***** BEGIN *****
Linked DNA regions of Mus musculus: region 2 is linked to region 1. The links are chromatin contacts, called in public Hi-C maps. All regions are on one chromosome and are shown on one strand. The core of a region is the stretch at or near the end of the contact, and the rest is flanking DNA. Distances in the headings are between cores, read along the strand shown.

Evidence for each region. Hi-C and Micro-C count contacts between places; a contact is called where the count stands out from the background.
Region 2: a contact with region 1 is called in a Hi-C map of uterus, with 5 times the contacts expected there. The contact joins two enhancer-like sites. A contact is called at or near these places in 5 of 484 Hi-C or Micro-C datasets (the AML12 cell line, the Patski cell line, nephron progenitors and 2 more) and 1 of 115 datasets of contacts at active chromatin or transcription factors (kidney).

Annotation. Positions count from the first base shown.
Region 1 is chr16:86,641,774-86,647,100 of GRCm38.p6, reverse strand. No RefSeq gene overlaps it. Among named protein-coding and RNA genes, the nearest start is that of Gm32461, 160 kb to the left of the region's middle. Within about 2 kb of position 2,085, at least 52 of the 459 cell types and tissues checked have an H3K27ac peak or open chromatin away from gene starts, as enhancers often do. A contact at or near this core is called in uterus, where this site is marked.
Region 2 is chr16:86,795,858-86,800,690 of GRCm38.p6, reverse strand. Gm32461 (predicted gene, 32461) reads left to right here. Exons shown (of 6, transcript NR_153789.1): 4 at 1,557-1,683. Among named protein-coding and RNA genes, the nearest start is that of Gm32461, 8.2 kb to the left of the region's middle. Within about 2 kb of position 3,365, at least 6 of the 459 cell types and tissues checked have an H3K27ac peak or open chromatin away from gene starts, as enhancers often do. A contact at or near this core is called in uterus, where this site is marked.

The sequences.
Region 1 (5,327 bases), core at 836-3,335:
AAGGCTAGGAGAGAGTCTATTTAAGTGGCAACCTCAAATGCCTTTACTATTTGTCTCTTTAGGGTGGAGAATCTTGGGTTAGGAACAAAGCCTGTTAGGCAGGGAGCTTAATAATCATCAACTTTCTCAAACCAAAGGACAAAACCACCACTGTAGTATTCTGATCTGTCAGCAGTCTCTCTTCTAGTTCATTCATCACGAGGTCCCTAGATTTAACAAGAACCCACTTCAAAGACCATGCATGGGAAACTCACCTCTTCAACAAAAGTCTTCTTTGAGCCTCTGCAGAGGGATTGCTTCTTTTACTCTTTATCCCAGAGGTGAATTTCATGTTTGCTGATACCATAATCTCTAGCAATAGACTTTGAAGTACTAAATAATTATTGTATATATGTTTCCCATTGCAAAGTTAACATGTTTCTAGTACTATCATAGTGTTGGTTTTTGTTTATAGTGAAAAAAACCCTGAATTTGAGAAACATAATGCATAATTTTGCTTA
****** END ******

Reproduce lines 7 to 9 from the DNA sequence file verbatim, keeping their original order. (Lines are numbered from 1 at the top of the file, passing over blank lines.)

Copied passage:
The sequences.
Region 1 (5,327 bases), core at 836-3,335:
AAGGCTAGGAGAGAGTCTATTTAAGTGGCAACCTCAAATGCCTTTACTATTTGTCTCTTTAGGGTGGAGAATCTTGGGTTAGGAACAAAGCCTGTTAGGCAGGGAGCTTAATAATCATCAACTTTCTCAAACCAAAGGACAAAACCACCACTGTAGTATTCTGATCTGTCAGCAGTCTCTCTTCTAGTTCATTCATCACGAGGTCCCTAGATTTAACAAGAACCCACTTCAAAGACCATGCATGGGAAACTCACCTCTTCAACAAAAGTCTTCTTTGAGCCTCTGCAGAGGGATTGCTTCTTTTACTCTTTATCCCAGAGGTGAATTTCATGTTTGCTGATACCATAATCTCTAGCAATAGACTTTGAAGTACTAAATAATTATTGTATATATGTTTCCCATTGCAAAGTTAACATGTTTCTAGTACTATCATAGTGTTGGTTTTTGTTTATAGTGAAAAAAACCCTGAATTTGAGAAACATAATGCATAATTTTGCTTA